The Sidecar is one of the great Prohibition-era classics, a boozy-but-vibrant three-ingredient cocktail that fulfills our desire for both the depth of brown spirits and the bright acidity of citrus. It should be a rock star among cocktails, yet where Old Fashioneds, tiki drinks and even the horrible Gimlet have made their comebacks, the Sidecar has somehow eluded its just recognition amid the modern cocktail revival.

It’s time for that to change.

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The Sidecar

The Sidecar. Dan Toulgoet photo.

The original recipe called for equal amounts of Cognac, orange liqueur and lemon juice, but whether it’s the ingredients that have changed or modern tastes, today we prefer a version that’s heavier on the Cognac. If you can’t afford the real thing, use as good a quality brandy as you can.

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3 Cocktails a True Scotsman Would Approve Of

Sláinte! January 25, 2018, is Robbie Burns Day—a day dedicated to the life and poetry of the late Scottish radical poet, Robert Burns. Burns suppers typically include haggis, Scotch whisky and the recitation of Burns’ poetry. For those planning on cheersing the famed Scotsman this year, here are three tribute-worthy whisky cocktail recipes that can be easily recreated at home.

Distillery Yaletown


1.5 parts DEWAR’S 12 Blended Scotch Whisky
0.75 parts lemon juice
0.75 parts honey syrup
3 slices fresh ginger
Candied ginger garnish

Using a wooden muddler, muddle the fresh ginger in the bottom of a cocktail shaker until it is well mashed. Add the blended Scotch, lemon juice, and honey syrup, and fill shaker with ice. Shake until well chilled (about 20 seconds). Strain into an ice-filled rocks glass (you may wish to double strain through a fine tea strainer to remove the small flecks of ginger), and spray the Islay Scotch over the top.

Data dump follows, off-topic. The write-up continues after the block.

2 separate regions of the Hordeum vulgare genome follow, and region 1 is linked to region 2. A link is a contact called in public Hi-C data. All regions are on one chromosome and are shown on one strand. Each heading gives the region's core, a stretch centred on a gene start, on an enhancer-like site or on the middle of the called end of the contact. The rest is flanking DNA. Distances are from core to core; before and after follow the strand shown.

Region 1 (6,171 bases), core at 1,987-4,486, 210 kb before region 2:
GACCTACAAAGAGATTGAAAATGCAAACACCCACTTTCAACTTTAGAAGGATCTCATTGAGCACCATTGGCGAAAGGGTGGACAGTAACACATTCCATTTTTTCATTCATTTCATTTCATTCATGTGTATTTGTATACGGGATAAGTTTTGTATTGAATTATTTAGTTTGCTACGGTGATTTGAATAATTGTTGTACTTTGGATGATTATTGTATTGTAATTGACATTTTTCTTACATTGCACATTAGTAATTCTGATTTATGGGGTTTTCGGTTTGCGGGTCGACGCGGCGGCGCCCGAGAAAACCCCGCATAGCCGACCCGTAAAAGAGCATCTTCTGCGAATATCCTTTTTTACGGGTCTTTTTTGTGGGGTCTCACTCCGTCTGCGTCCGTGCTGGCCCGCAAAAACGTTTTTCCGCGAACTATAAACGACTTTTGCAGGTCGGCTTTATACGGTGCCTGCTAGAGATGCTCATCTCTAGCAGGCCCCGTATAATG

Distillery Vancouver

Dewar’s Dramble

1.5 parts DEWAR’S 12 Blended Scotch Whisky
0.75 parts lemon juice
0.50 parts simple syrup
0.25 parts. Crème du Mure
Blackberry garnish

Add all ingredients (minus crème de mure) to the glass. Fill with crushed ice and stir. Top with more crushed ice and then drizzle crème du mure on top. Garnish with a fresh blackberry.

Best Cocktail Bars Vancouver

The Darb

2 parts DEWAR’S 12 Blended Scotch Whisky
1 part Martini Rossi (Sweet Vermouth)
3 dashes bittercube Corazon bitters
Garnish with lemon twist

Stir and strain
Glass and ice—rocks / large cube

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Roll out the barrel

Surrey’s Central City may have begun as beer brewers, but they are fast becoming one of B.C.’s most important distillers of single malt.

Central City has 1,400 barrels of single malt aging right now.

He may have a lengthy career in brewing behind him, but Gary Lohin is clear: “I’ve been a whisky aficionado for even longer.”

He got his start in beer at Whistler Brewing back in 1989, before spending most of the 1990s at Sailor Hagar’s Brewpub in North Vancouver. He moved to Central City Brewpub in Surrey in 2003 where his Red Racer beer lineup established him as one of B.C.’s top brewmasters. It was on trips to Oregon and California that he visited microdistilleries and began noticing that breweries there were adding stills. So, when Central City began planning its new production facility in 2010, Lohin suggested to his business partner that they should add a distillery.